The term NGO-isation is being increasingly used to describe the assumed capacity of NGOs to depoliticise discourses and practices of social movements. Put simply, the argument is this: that the state stops providing essential services to which its citizens are entitled and the citizens protest. NGOs step in to fill the gap in service provision, which they are unable to implement as effectively or on as grand a scale as the state. This limited service provision, whilst inadequate, satisfies the needs of the population sufficiently that they no longer demand services from the state (Davis, 2006; Petras, 1997).
In order to assess the degree to which NGOs can be blamed for the de-politicisation of poor communities it’s necessary to consider contentions put forward by academics working in the field. Can the presence of NGOs among poorer communities be seen to de-politicise the population at all? Mike Davis certainly found that social moments in urban communities were deradicalised and bureaucratised as a result of NGO intervention (Davis, 2006).
One of the chief proponents of this view, James Petras, most provocatively equates NGO-isation with imperialism, unequivocally asserting that the NGOs in Latin America were funded by neoliberal regimes “to provide ‘self help’ projects, ‘popular education’, and job training, to temporarily absorb small groups of poor, to co-opt local leaders, and to undermine anti-system struggles.” He pulls no punches in denouncing NGOs’ “‘apolitical’ posture and their focus on self-help as, specifically, depoliticising and demobilising the poor” and accuses of them of direct competition with “socio-political movements for the allegiance of local leaders and activist communities” (Petras, 1997). However this view is not universal amongst academics.
Islah Jad, considering NGOs working with women in the Arab world, suggests that only bottom up, grassroots movements have the ability to incite real social change, but acknowledges that NGOS “might be able to play a role in advocating Arab women’s rights in the international arena, provide services for certain needy groups, propose new policies and visions, generate and disseminate information”. While this is hardly resounding support for the work of NGOs, Sonia Alvarez, in considering the role of NGOs from a feminist perspective, concedes some of Petras’ points, but is not so quick to dismiss the role of NGOs in Latin America. She notes “feminist NGOs” political hybridity enabled them to play a critical role in “advocating feminism” by advancing a progressive gender policy agenda whilst simultaneously articulating vital political linkages among larger women’s movement and civil society constituencies” (Alvarez, 1999).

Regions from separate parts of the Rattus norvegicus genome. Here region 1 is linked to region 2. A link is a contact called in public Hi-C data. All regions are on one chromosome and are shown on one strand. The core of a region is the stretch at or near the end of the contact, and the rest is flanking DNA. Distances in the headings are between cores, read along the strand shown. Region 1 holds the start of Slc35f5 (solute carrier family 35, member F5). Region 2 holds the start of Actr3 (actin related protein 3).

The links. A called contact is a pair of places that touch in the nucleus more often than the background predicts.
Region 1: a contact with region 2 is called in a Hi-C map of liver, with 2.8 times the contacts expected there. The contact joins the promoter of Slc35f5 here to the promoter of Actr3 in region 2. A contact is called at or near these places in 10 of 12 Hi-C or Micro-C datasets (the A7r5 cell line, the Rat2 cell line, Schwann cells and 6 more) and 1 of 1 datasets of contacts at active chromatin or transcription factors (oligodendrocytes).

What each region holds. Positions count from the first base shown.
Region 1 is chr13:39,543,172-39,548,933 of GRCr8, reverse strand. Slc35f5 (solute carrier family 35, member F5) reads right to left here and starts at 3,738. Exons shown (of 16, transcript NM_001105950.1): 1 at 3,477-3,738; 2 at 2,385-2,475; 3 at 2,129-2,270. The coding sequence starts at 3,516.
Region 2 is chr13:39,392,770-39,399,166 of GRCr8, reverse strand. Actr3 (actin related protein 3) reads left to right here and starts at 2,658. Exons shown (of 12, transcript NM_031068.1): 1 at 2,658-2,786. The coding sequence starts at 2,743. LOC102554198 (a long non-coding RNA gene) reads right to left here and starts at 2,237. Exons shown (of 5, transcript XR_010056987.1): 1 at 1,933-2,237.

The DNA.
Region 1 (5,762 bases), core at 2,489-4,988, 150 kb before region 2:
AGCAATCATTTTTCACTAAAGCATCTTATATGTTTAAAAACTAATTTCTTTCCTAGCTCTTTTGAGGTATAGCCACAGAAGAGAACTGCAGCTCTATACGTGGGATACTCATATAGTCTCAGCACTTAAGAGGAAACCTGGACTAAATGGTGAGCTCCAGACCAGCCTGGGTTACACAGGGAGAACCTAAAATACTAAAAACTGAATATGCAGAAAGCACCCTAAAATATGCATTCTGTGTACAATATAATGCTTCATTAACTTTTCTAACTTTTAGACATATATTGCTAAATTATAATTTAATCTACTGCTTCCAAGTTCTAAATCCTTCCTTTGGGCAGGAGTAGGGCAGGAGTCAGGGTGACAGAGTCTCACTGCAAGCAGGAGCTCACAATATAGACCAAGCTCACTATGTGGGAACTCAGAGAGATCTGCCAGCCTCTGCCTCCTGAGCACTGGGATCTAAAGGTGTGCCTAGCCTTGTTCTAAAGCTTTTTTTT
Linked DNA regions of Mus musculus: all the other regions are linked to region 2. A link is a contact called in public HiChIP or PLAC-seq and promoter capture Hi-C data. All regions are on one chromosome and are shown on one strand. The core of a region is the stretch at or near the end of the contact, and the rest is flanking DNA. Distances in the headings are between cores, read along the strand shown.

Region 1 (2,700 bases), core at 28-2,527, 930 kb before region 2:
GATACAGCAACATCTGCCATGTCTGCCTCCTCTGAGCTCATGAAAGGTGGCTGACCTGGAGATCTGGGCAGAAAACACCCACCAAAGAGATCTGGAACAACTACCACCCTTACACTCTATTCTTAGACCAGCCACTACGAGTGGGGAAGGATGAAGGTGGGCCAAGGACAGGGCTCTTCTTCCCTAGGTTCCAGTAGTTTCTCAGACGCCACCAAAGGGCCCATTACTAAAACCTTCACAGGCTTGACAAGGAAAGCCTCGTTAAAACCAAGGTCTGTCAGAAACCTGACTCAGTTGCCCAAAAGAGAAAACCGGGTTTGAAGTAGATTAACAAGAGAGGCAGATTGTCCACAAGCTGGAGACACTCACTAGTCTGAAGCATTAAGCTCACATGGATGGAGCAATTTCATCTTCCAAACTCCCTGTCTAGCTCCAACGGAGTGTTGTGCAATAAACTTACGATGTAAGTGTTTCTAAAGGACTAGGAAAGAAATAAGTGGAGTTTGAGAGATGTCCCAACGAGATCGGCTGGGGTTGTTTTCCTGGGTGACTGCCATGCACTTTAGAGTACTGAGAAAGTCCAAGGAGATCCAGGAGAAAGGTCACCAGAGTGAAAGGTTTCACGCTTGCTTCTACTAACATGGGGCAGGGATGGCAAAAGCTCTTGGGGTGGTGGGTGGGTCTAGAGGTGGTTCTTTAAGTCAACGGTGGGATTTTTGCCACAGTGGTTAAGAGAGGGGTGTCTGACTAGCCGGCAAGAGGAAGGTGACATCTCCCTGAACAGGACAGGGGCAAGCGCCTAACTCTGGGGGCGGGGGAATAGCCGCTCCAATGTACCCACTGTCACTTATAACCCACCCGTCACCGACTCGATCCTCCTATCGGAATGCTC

It seems reasonable to assume that some NGOs methods and relationships formed in their specific social settings have resulted in de-politicisation, particularly as it is a fear that is rears its head consistently in academic paper after academic paper. But broadly blaming NGOs generally as a sector – when that sector is so “highly differentiated with organizations performing a range of activities in very different contexts” (McCloskey, 2012) – seems unfair.
Duncan Green, strategic advisor for Oxfam expresses his frustration at academic papers using sweeping generalisations in reference to NGOs with “no acknowledgement of differences in approach, of some NGOs being better/worse than others.” (Oxfam, 2012) He criticises academics who offer a critique of the sector, but fail to consult with them in any way.